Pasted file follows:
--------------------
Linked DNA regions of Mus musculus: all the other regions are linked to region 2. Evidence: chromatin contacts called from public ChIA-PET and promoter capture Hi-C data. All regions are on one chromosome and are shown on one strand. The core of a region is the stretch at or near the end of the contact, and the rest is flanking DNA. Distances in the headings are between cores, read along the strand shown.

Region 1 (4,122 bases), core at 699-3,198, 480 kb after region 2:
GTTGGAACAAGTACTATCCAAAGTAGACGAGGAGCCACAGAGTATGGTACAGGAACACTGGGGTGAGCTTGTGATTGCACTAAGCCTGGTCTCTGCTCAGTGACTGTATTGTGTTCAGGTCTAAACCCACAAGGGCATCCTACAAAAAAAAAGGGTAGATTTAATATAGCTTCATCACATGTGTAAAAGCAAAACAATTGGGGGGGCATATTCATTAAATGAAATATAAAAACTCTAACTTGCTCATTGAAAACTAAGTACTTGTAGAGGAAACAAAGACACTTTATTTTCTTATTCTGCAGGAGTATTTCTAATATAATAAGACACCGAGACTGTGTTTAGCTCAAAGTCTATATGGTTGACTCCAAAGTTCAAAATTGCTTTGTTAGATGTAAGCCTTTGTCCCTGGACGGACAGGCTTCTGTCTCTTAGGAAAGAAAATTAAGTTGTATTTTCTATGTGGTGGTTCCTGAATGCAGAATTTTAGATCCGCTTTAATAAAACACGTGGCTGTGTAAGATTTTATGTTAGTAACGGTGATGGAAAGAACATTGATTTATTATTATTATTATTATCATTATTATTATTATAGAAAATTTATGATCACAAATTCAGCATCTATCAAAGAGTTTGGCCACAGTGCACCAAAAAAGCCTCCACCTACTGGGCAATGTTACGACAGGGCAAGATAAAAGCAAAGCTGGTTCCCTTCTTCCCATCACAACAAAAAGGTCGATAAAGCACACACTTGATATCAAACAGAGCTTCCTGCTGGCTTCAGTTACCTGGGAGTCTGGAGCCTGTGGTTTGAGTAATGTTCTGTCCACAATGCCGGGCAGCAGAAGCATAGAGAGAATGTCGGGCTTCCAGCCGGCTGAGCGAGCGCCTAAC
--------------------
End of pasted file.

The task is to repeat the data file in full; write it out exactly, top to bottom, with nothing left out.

Linked DNA regions of Mus musculus: all the other regions are linked to region 2. Evidence: chromatin contacts called from public ChIA-PET and promoter capture Hi-C data. All regions are on one chromosome and are shown on one strand. The core of a region is the stretch at or near the end of the contact, and the rest is flanking DNA. Distances in the headings are between cores, read along the strand shown.

Region 1 (4,122 bases), core at 699-3,198, 480 kb after region 2:
GTTGGAACAAGTACTATCCAAAGTAGACGAGGAGCCACAGAGTATGGTACAGGAACACTGGGGTGAGCTTGTGATTGCACTAAGCCTGGTCTCTGCTCAGTGACTGTATTGTGTTCAGGTCTAAACCCACAAGGGCATCCTACAAAAAAAAAGGGTAGATTTAATATAGCTTCATCACATGTGTAAAAGCAAAACAATTGGGGGGGCATATTCATTAAATGAAATATAAAAACTCTAACTTGCTCATTGAAAACTAAGTACTTGTAGAGGAAACAAAGACACTTTATTTTCTTATTCTGCAGGAGTATTTCTAATATAATAAGACACCGAGACTGTGTTTAGCTCAAAGTCTATATGGTTGACTCCAAAGTTCAAAATTGCTTTGTTAGATGTAAGCCTTTGTCCCTGGACGGACAGGCTTCTGTCTCTTAGGAAAGAAAATTAAGTTGTATTTTCTATGTGGTGGTTCCTGAATGCAGAATTTTAGATCCGCTTTAATAAAACACGTGGCTGTGTAAGATTTTATGTTAGTAACGGTGATGGAAAGAACATTGATTTATTATTATTATTATTATCATTATTATTATTATAGAAAATTTATGATCACAAATTCAGCATCTATCAAAGAGTTTGGCCACAGTGCACCAAAAAAGCCTCCACCTACTGGGCAATGTTACGACAGGGCAAGATAAAAGCAAAGCTGGTTCCCTTCTTCCCATCACAACAAAAAGGTCGATAAAGCACACACTTGATATCAAACAGAGCTTCCTGCTGGCTTCAGTTACCTGGGAGTCTGGAGCCTGTGGTTTGAGTAATGTTCTGTCCACAATGCCGGGCAGCAGAAGCATAGAGAGAATGTCGGGCTTCCAGCCGGCTGAGCGAGCGCCTAAC